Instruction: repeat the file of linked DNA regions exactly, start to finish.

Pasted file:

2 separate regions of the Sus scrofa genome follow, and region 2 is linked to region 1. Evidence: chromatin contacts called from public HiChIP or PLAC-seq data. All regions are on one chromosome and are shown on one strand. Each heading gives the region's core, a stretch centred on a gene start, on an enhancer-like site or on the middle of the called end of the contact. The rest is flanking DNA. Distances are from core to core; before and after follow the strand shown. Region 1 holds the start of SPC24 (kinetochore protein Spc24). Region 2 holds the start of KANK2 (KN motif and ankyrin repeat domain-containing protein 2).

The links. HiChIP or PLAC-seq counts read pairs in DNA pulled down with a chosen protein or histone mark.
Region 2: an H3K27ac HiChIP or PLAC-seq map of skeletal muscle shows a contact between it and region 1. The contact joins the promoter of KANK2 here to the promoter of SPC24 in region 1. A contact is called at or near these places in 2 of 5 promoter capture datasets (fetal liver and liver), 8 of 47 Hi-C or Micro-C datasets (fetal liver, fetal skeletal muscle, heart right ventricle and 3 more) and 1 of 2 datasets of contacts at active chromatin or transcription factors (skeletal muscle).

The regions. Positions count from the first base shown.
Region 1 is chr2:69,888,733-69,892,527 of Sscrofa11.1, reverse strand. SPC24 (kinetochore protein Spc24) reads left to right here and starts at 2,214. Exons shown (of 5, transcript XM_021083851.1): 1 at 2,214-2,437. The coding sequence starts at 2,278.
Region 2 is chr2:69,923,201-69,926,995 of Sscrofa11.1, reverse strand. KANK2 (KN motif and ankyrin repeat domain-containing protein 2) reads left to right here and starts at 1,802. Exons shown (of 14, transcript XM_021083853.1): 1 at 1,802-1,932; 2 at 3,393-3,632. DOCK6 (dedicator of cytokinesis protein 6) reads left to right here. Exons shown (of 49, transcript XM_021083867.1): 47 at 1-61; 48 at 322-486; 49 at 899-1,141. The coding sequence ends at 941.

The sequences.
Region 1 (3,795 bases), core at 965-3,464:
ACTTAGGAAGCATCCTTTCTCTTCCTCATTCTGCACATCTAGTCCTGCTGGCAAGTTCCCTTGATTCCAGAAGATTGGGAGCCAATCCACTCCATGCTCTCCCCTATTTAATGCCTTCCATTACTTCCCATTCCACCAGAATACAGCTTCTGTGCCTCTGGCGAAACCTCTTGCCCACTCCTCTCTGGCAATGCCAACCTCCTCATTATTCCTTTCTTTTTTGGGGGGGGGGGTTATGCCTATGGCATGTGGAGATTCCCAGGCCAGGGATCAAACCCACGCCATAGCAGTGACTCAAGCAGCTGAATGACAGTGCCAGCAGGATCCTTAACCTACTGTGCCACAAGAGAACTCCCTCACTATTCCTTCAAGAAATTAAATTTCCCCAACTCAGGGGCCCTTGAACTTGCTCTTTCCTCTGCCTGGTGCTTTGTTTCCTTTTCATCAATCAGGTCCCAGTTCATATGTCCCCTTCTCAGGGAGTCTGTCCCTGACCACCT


2 separate regions of the Sus scrofa genome follow, and region 2 is linked to region 1. Evidence: chromatin contacts called from public HiChIP or PLAC-seq data. All regions are on one chromosome and are shown on one strand. Each heading gives the region's core, a stretch centred on a gene start, on an enhancer-like site or on the middle of the called end of the contact. The rest is flanking DNA. Distances are from core to core; before and after follow the strand shown. Region 1 holds the start of SPC24 (kinetochore protein Spc24). Region 2 holds the start of KANK2 (KN motif and ankyrin repeat domain-containing protein 2).

The links. HiChIP or PLAC-seq counts read pairs in DNA pulled down with a chosen protein or histone mark.
Region 2: an H3K27ac HiChIP or PLAC-seq map of skeletal muscle shows a contact between it and region 1. The contact joins the promoter of KANK2 here to the promoter of SPC24 in region 1. A contact is called at or near these places in 2 of 5 promoter capture datasets (fetal liver and liver), 8 of 47 Hi-C or Micro-C datasets (fetal liver, fetal skeletal muscle, heart right ventricle and 3 more) and 1 of 2 datasets of contacts at active chromatin or transcription factors (skeletal muscle).

The regions. Positions count from the first base shown.
Region 1 is chr2:69,888,733-69,892,527 of Sscrofa11.1, reverse strand. SPC24 (kinetochore protein Spc24) reads left to right here and starts at 2,214. Exons shown (of 5, transcript XM_021083851.1): 1 at 2,214-2,437. The coding sequence starts at 2,278.
Region 2 is chr2:69,923,201-69,926,995 of Sscrofa11.1, reverse strand. KANK2 (KN motif and ankyrin repeat domain-containing protein 2) reads left to right here and starts at 1,802. Exons shown (of 14, transcript XM_021083853.1): 1 at 1,802-1,932; 2 at 3,393-3,632. DOCK6 (dedicator of cytokinesis protein 6) reads left to right here. Exons shown (of 49, transcript XM_021083867.1): 47 at 1-61; 48 at 322-486; 49 at 899-1,141. The coding sequence ends at 941.

The sequences.
Region 1 (3,795 bases), core at 965-3,464:
ACTTAGGAAGCATCCTTTCTCTTCCTCATTCTGCACATCTAGTCCTGCTGGCAAGTTCCCTTGATTCCAGAAGATTGGGAGCCAATCCACTCCATGCTCTCCCCTATTTAATGCCTTCCATTACTTCCCATTCCACCAGAATACAGCTTCTGTGCCTCTGGCGAAACCTCTTGCCCACTCCTCTCTGGCAATGCCAACCTCCTCATTATTCCTTTCTTTTTTGGGGGGGGGGGTTATGCCTATGGCATGTGGAGATTCCCAGGCCAGGGATCAAACCCACGCCATAGCAGTGACTCAAGCAGCTGAATGACAGTGCCAGCAGGATCCTTAACCTACTGTGCCACAAGAGAACTCCCTCACTATTCCTTCAAGAAATTAAATTTCCCCAACTCAGGGGCCCTTGAACTTGCTCTTTCCTCTGCCTGGTGCTTTGTTTCCTTTTCATCAATCAGGTCCCAGTTCATATGTCCCCTTCTCAGGGAGTCTGTCCCTGACCACCT